Skip to content
The Sweep: Why So Many GOP Governors Are Facing Primary Challenges
Go to my account

The Sweep: Why So Many GOP Governors Are Facing Primary Challenges

Plus: It’s never too early to start thinking about 2024.

Thank you for being part of this grand experiment in journalism that we’re embarked upon at The Dispatch. Our stated mission is to “engage citizens with fact-based reporting and commentary on politics, policy and culture—informed by conservative principles.” And that’s certainly what we’ve tried to offer you here at The Sweep, but that doesn’t capture the community that you have built for us all. Every week, I love diving into the comments section with our members where people disagree with curiosity and good faith and, dare I say, joy. What else can I say? Y’all make an engaged citizenry look good.

This will be our last Sweep of the year, but we’ve got some exciting new plans for 2022. First, this newsletter will move to twice a week as the midterms heat up! The first one will look familiar to you–campaign quick hits, plus deep dives on races or data that we’ve seen. The second installment will come directly from the desk of Chris Stirewalt—his thoughts, feelings, and wisdom on what he’s seeing across the political tundra. 

And since we are broadening our reporting and analysis, we’re also going to reband this as The Dispatch Politics with The Sweep at the start of the week and Chris’ Cornucopia toward the end. Just kidding, it’ll be called Chromodynamics With Chris. That doesn’t sound right either. We’ll just have to wait until 2022 to find out. 

Now back to it…

Campaign Quick Hits

Campaign Consultant Quote of the Week: “It’s country club versus country,” said David Mowery, a Montgomery, Alabama-based political consultant who has worked for both Republicans and Democrats. “There is a weird dynamic where a lot of your business folks are also social conservatives. They just don’t want to be gauche about it. Wearing a .44 on your belt, a Ten Commandments T-shirt and a tricorner hat is outré.” Gauche? Outré? Alabama? Indeed. 

Where Things Stand Headed Into ‘22: “Disapproval of the president stretches across most demographic groups, with his level of disapproval topping 50 percent among white and non-white voters, people living in cities and in rural America, and voters in every age range except those over 74 years old. … Two-thirds of independent voters disapprove of Biden, including half who strongly disapprove. Both numbers are up at least 30 points since he took office,” writes Matt Loffman at PBS.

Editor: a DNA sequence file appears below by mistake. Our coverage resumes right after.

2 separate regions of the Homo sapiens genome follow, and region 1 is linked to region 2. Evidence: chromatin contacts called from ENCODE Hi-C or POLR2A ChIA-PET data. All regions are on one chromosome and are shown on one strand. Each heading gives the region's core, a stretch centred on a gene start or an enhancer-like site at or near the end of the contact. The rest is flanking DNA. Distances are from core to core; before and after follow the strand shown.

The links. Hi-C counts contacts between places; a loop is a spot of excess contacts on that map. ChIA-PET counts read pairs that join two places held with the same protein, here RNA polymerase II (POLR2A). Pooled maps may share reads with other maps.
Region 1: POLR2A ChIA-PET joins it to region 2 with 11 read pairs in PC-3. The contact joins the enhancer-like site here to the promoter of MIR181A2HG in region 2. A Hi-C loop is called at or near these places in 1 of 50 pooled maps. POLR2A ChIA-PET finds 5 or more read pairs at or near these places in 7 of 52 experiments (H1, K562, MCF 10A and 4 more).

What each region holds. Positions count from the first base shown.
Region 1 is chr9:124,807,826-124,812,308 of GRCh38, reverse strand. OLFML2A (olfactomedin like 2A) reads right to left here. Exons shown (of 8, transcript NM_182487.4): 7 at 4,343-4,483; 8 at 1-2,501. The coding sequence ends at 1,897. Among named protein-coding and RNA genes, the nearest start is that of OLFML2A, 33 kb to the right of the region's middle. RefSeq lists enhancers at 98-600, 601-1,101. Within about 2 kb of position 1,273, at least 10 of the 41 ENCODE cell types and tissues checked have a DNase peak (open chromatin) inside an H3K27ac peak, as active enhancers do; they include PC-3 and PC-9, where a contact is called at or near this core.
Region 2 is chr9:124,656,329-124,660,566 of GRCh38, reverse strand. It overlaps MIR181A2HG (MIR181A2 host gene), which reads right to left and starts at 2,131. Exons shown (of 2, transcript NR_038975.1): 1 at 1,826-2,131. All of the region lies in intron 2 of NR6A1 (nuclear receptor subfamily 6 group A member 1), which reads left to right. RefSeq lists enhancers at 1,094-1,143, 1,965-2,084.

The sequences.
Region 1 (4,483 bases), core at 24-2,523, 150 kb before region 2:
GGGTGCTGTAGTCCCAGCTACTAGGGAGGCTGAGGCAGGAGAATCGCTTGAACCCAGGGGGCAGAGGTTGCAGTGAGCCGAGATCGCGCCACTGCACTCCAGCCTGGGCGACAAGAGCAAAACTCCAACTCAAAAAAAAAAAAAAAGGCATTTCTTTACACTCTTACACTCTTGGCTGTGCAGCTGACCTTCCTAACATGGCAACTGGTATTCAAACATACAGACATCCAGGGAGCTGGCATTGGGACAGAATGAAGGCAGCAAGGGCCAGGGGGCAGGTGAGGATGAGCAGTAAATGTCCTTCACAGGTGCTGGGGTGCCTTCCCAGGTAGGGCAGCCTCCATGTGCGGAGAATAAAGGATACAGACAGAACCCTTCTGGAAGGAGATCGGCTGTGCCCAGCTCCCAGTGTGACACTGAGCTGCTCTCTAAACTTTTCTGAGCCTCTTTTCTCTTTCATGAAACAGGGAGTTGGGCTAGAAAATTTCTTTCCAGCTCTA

Adding insult to injury, “According to The Economist’s analysis of polling conducted with YouGov, an online survey firm, an average of 29% of American adults under the age of 30 approve of the job Mr Biden is doing as president. But that compares with 50% who disapprove. The net rating of -21 points is the worst for any age group.”

Murphy Out: Rep. Stephanie Murphy, centrist Democrat from Florida and leader of the Blue Dog coalition, became “the 22nd incumbent House Democrat to forgo a reelection bid next year,” according to Politico. These retirements are turning the Democrat’s chances of keeping the House from an uphill climb to a vertical one.

Frustration at the Democratic Congressional Campaign Committee: Rachael Bade over at Politico has some extraordinary reporting about how vulnerable Dems feel about the place that’s supposed to be singularly focused on keeping their House majority. Read the whole thing here, but there are some wowzer lines from current House Democrats worth highlighting:

On DCCC Chairman Sean Patrick Maloney: “I think Sean Patrick’s ‘leadership’ — and please use air quotes on that — at the DCCC is the reason why we should not have elected colleagues running that organization. Because it’s not about protecting the majority; it’s about Sean Patrick Maloney. … We’ve got a vanity project.” 

On forcing members to embrace the Democrats brand: “If you want to win purple and red seats, you have to distance yourself from other Democrats. He is a part of this ‘party purity’ march that is just going to ensure that we are DEEP in the minority.”

On embracing the “Trump-as-boogeyman strategy”: “This is crazy to me that the DCCC is rolling out a playbook that they know doesn’t work and that they encouraged people in 2018 not to use.”

On  the DCCC using the threat of withholding campaign money to bully members into tough votes like the $3.5 trillion budget: “Authoritarian. [The DCCC] has basically silenced the most vulnerable members of our party because they’re afraid.”

On the whole mess: “This is a real f***ing problem.” 


We’re headed into primary season and a lot of Republican governors suddenly have a challenge on their hands. Audrey takes us into the fight on the right.

GOP Governors Get High Profile Primary Challengers

Thirty-six gubernatorial seats are up for grabs next year, and as elections analyst J. Miles Coleman of Sabato’s Crystal Ball wrote this summer, many Republican incumbents “have drawn primary challengers who are at least somewhat credible.” Why? In the post-Trump era, potential candidates have seen outsiders overcome traditional incumbent campaign advantages like fundraising connections and retail politics, especially if they can capitalize on the former president’s popularity with the base or court his endorsement.